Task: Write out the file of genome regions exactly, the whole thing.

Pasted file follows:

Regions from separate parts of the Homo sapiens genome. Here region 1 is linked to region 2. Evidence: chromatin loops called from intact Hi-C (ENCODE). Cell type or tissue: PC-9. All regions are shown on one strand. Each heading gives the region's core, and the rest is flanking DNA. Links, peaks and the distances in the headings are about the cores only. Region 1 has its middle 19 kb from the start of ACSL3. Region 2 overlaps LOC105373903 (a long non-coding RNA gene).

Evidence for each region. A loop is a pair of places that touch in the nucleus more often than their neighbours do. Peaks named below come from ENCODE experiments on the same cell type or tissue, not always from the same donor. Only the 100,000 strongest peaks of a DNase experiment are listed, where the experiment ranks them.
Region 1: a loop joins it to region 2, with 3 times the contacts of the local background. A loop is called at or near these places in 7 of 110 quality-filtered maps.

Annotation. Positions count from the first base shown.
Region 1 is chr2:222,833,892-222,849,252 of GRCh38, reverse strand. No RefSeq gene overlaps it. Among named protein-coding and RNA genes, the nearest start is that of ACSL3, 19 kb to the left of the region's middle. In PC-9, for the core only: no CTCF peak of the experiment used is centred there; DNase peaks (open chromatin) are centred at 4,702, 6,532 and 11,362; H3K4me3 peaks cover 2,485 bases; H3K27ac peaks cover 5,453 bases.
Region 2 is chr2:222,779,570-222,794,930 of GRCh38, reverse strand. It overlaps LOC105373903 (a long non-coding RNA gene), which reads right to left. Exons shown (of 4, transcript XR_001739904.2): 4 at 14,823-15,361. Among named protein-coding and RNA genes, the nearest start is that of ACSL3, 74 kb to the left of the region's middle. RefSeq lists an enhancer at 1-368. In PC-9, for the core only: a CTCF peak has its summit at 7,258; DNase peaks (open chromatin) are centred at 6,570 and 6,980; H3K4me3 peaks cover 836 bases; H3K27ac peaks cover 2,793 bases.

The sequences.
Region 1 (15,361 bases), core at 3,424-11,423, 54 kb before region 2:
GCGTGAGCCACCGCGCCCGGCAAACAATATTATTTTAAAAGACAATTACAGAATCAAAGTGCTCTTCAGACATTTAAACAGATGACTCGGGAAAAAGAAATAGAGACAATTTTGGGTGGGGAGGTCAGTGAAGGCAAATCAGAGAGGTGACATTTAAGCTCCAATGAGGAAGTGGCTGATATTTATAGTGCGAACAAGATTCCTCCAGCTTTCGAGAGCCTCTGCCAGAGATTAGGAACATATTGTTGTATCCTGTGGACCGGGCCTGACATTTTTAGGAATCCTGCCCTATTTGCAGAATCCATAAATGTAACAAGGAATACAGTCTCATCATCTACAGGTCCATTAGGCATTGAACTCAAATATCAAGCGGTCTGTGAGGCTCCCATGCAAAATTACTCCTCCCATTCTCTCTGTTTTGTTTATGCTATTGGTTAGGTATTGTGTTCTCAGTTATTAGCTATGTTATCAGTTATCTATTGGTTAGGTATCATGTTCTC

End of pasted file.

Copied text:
Regions from separate parts of the Homo sapiens genome. Here region 1 is linked to region 2. Evidence: chromatin loops called from intact Hi-C (ENCODE). Cell type or tissue: PC-9. All regions are shown on one strand. Each heading gives the region's core, and the rest is flanking DNA. Links, peaks and the distances in the headings are about the cores only. Region 1 has its middle 19 kb from the start of ACSL3. Region 2 overlaps LOC105373903 (a long non-coding RNA gene).

Evidence for each region. A loop is a pair of places that touch in the nucleus more often than their neighbours do. Peaks named below come from ENCODE experiments on the same cell type or tissue, not always from the same donor. Only the 100,000 strongest peaks of a DNase experiment are listed, where the experiment ranks them.
Region 1: a loop joins it to region 2, with 3 times the contacts of the local background. A loop is called at or near these places in 7 of 110 quality-filtered maps.

Annotation. Positions count from the first base shown.
Region 1 is chr2:222,833,892-222,849,252 of GRCh38, reverse strand. No RefSeq gene overlaps it. Among named protein-coding and RNA genes, the nearest start is that of ACSL3, 19 kb to the left of the region's middle. In PC-9, for the core only: no CTCF peak of the experiment used is centred there; DNase peaks (open chromatin) are centred at 4,702, 6,532 and 11,362; H3K4me3 peaks cover 2,485 bases; H3K27ac peaks cover 5,453 bases.
Region 2 is chr2:222,779,570-222,794,930 of GRCh38, reverse strand. It overlaps LOC105373903 (a long non-coding RNA gene), which reads right to left. Exons shown (of 4, transcript XR_001739904.2): 4 at 14,823-15,361. Among named protein-coding and RNA genes, the nearest start is that of ACSL3, 74 kb to the left of the region's middle. RefSeq lists an enhancer at 1-368. In PC-9, for the core only: a CTCF peak has its summit at 7,258; DNase peaks (open chromatin) are centred at 6,570 and 6,980; H3K4me3 peaks cover 836 bases; H3K27ac peaks cover 2,793 bases.

The sequences.
Region 1 (15,361 bases), core at 3,424-11,423, 54 kb before region 2:
GCGTGAGCCACCGCGCCCGGCAAACAATATTATTTTAAAAGACAATTACAGAATCAAAGTGCTCTTCAGACATTTAAACAGATGACTCGGGAAAAAGAAATAGAGACAATTTTGGGTGGGGAGGTCAGTGAAGGCAAATCAGAGAGGTGACATTTAAGCTCCAATGAGGAAGTGGCTGATATTTATAGTGCGAACAAGATTCCTCCAGCTTTCGAGAGCCTCTGCCAGAGATTAGGAACATATTGTTGTATCCTGTGGACCGGGCCTGACATTTTTAGGAATCCTGCCCTATTTGCAGAATCCATAAATGTAACAAGGAATACAGTCTCATCATCTACAGGTCCATTAGGCATTGAACTCAAATATCAAGCGGTCTGTGAGGCTCCCATGCAAAATTACTCCTCCCATTCTCTCTGTTTTGTTTATGCTATTGGTTAGGTATTGTGTTCTCAGTTATTAGCTATGTTATCAGTTATCTATTGGTTAGGTATCATGTTCTC